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Maize grain key component of farm succession plan

Maize grain key component of farm succession plan

2019/20 Season

Owners: David & Joanne Phillips
Farm location: Tuki Tuki Valley, Hawke's Bay
Farm size: 360 ha
Pioneer® brand hybrids grown: P0547, P8805 & P9241

Hastings sheep and beef farmers David and Joanne Philips farm the Tuki Tuki Valley property that David took over from his parents at age 19. The same property has supported his daughter Lidia and sonin-law Sean to enter the family business as well.

“Our succession planning is in full force,” David says. “I was lucky enough that my parents bought this farm and gave me a hand to get into it so when our kids were raring to get involved, Joanne and I were equally as keen to back and support them into it too.”

The farm business comprises three properties: the 200 ha home block, on which David farms bulls; 160 ha of cropping flats, 100 ha of which is in maize; and a dairy goat farm, on which Lidia and Sean milk 929 goats. In addition to the dairy goat operation, Sean and Lidia farm 280 ha of hill country which they are transitioning from lamb fattening to beef.

Of the 100 ha of maize on the cropping land, approximately 25 ha is planted to Pioneer hybrid P0547. Around 40 ha is planted in P8805 in early October, so it can come off at the end of March/ early April to put back into grass for David’s lamb programme. A further 35 ha of P9241 was grown in the spring of 2018 and harvested as earlage for the goats.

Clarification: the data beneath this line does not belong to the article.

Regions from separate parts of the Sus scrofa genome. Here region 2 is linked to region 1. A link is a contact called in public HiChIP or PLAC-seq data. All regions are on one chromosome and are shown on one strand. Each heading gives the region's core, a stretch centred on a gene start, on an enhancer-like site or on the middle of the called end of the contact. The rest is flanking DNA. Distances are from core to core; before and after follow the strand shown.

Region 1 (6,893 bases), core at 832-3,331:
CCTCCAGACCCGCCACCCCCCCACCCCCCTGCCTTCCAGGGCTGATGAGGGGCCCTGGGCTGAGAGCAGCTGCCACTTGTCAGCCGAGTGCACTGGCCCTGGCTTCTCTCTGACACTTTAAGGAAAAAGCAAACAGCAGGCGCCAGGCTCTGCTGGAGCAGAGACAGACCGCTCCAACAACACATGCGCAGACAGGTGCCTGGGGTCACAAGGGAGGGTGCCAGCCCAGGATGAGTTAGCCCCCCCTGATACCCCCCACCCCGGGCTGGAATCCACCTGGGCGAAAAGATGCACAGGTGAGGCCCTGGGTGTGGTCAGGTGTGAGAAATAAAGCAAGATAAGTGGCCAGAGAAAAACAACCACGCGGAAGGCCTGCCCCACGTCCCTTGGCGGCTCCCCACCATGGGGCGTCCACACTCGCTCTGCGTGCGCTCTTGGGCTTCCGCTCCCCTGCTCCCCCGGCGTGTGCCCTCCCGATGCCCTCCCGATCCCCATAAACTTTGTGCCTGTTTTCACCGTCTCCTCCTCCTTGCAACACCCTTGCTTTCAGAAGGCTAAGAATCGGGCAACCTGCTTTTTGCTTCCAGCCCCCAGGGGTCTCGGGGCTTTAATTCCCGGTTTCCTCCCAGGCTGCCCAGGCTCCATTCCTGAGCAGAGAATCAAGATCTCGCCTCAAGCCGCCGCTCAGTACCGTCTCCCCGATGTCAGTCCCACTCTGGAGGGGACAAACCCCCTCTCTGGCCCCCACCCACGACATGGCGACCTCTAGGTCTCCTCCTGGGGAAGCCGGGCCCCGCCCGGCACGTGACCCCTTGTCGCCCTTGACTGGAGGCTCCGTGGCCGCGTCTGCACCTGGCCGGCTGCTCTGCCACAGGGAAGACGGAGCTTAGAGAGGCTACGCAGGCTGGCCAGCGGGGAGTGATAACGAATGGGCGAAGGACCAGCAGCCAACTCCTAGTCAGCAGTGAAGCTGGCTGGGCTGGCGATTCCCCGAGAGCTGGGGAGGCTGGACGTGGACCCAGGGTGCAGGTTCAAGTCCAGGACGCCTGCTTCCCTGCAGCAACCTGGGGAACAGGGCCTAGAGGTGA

Most of the 160 ha of flat land is irrigatable by centre pivot irrigator.

The ability to water the flats allows David to get very good maize grain yields of around 14.5 tDM/ha.

In addition to supplying their grain company with maize grain, some of the crop goes to the goat farm to supplement the goats’ diet with nutritious feed. The goats’ diet is determined by the recommendations of an animal nutritionist, introduced to them by their Pioneer Area Manager Simon Begley.

The goats eat 900g earlage each per day, plus 300g DDG, 2.2kg wet lucerne, 200g of maize grain, and brewer’s grain.

“When you are pushing goats to perform, they are more sensitive than you think they might be,” David says. “They don’t like change; they like a set pattern that suits the system.”

The waste food from the goat barns is fed to cattle, and waste bedding from barns is spread over maize ground.

The goat milk is supplied to Innovation Park in Hamilton, where it gets dried.

As a former supplier to McCain’s Peas and Sweetcorn, Pioneer maize has now been on David’s purchase list for over a decade, with plenty of support on hand from Simon Begley.

“Simon basically looks after the maize for me,” David says.

“Maize is a crop that suits me – it fits my low-labour policy. I plant it, and other than water it, I don’t have to do anything. It’s always there, always available, regardless of the weather.

“Simon provides great service and support – he’s always available to come out and help.

“Like us, Simon’s involved for the long haul. He gets on well with everyone in the family and we all value and respect his input.”